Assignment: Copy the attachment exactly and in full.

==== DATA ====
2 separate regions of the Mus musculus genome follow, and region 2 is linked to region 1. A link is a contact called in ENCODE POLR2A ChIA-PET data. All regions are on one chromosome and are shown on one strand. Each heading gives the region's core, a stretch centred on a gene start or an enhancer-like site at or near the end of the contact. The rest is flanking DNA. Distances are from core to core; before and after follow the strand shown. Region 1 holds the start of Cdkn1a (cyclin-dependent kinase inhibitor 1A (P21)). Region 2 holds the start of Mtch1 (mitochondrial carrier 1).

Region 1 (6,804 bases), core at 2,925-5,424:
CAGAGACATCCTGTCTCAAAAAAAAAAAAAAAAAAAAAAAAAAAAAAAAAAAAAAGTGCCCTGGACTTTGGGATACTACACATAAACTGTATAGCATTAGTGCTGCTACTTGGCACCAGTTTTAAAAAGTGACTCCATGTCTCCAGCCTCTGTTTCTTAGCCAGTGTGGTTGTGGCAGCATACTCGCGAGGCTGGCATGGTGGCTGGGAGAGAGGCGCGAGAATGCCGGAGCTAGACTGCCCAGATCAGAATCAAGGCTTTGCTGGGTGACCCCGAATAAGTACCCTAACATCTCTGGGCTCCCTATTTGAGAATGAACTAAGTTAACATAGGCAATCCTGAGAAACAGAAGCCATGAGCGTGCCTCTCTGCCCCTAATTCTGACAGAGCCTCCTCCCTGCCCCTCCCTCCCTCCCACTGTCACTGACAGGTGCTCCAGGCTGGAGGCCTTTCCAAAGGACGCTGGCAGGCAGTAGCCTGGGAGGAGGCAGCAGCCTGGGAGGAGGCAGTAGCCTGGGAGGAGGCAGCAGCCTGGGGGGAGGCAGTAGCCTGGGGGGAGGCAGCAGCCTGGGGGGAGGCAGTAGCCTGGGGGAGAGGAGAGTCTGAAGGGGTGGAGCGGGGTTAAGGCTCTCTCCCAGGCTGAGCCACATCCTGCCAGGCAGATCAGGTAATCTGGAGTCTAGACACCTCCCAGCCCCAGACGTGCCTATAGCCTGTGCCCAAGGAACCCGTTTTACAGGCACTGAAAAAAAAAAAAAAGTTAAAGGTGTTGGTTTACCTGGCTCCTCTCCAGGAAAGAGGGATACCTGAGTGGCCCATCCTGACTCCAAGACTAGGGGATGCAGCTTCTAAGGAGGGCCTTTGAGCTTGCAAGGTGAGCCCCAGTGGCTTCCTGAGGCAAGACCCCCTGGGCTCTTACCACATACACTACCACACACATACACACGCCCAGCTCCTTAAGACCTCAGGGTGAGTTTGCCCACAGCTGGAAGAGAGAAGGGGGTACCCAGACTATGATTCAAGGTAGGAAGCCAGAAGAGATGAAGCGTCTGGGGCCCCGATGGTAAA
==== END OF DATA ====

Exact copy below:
2 separate regions of the Mus musculus genome follow, and region 2 is linked to region 1. A link is a contact called in ENCODE POLR2A ChIA-PET data. All regions are on one chromosome and are shown on one strand. Each heading gives the region's core, a stretch centred on a gene start or an enhancer-like site at or near the end of the contact. The rest is flanking DNA. Distances are from core to core; before and after follow the strand shown. Region 1 holds the start of Cdkn1a (cyclin-dependent kinase inhibitor 1A (P21)). Region 2 holds the start of Mtch1 (mitochondrial carrier 1).

Region 1 (6,804 bases), core at 2,925-5,424:
CAGAGACATCCTGTCTCAAAAAAAAAAAAAAAAAAAAAAAAAAAAAAAAAAAAAAGTGCCCTGGACTTTGGGATACTACACATAAACTGTATAGCATTAGTGCTGCTACTTGGCACCAGTTTTAAAAAGTGACTCCATGTCTCCAGCCTCTGTTTCTTAGCCAGTGTGGTTGTGGCAGCATACTCGCGAGGCTGGCATGGTGGCTGGGAGAGAGGCGCGAGAATGCCGGAGCTAGACTGCCCAGATCAGAATCAAGGCTTTGCTGGGTGACCCCGAATAAGTACCCTAACATCTCTGGGCTCCCTATTTGAGAATGAACTAAGTTAACATAGGCAATCCTGAGAAACAGAAGCCATGAGCGTGCCTCTCTGCCCCTAATTCTGACAGAGCCTCCTCCCTGCCCCTCCCTCCCTCCCACTGTCACTGACAGGTGCTCCAGGCTGGAGGCCTTTCCAAAGGACGCTGGCAGGCAGTAGCCTGGGAGGAGGCAGCAGCCTGGGAGGAGGCAGTAGCCTGGGAGGAGGCAGCAGCCTGGGGGGAGGCAGTAGCCTGGGGGGAGGCAGCAGCCTGGGGGGAGGCAGTAGCCTGGGGGAGAGGAGAGTCTGAAGGGGTGGAGCGGGGTTAAGGCTCTCTCCCAGGCTGAGCCACATCCTGCCAGGCAGATCAGGTAATCTGGAGTCTAGACACCTCCCAGCCCCAGACGTGCCTATAGCCTGTGCCCAAGGAACCCGTTTTACAGGCACTGAAAAAAAAAAAAAAGTTAAAGGTGTTGGTTTACCTGGCTCCTCTCCAGGAAAGAGGGATACCTGAGTGGCCCATCCTGACTCCAAGACTAGGGGATGCAGCTTCTAAGGAGGGCCTTTGAGCTTGCAAGGTGAGCCCCAGTGGCTTCCTGAGGCAAGACCCCCTGGGCTCTTACCACATACACTACCACACACATACACACGCCCAGCTCCTTAAGACCTCAGGGTGAGTTTGCCCACAGCTGGAAGAGAGAAGGGGGTACCCAGACTATGATTCAAGGTAGGAAGCCAGAAGAGATGAAGCGTCTGGGGCCCCGATGGTAAA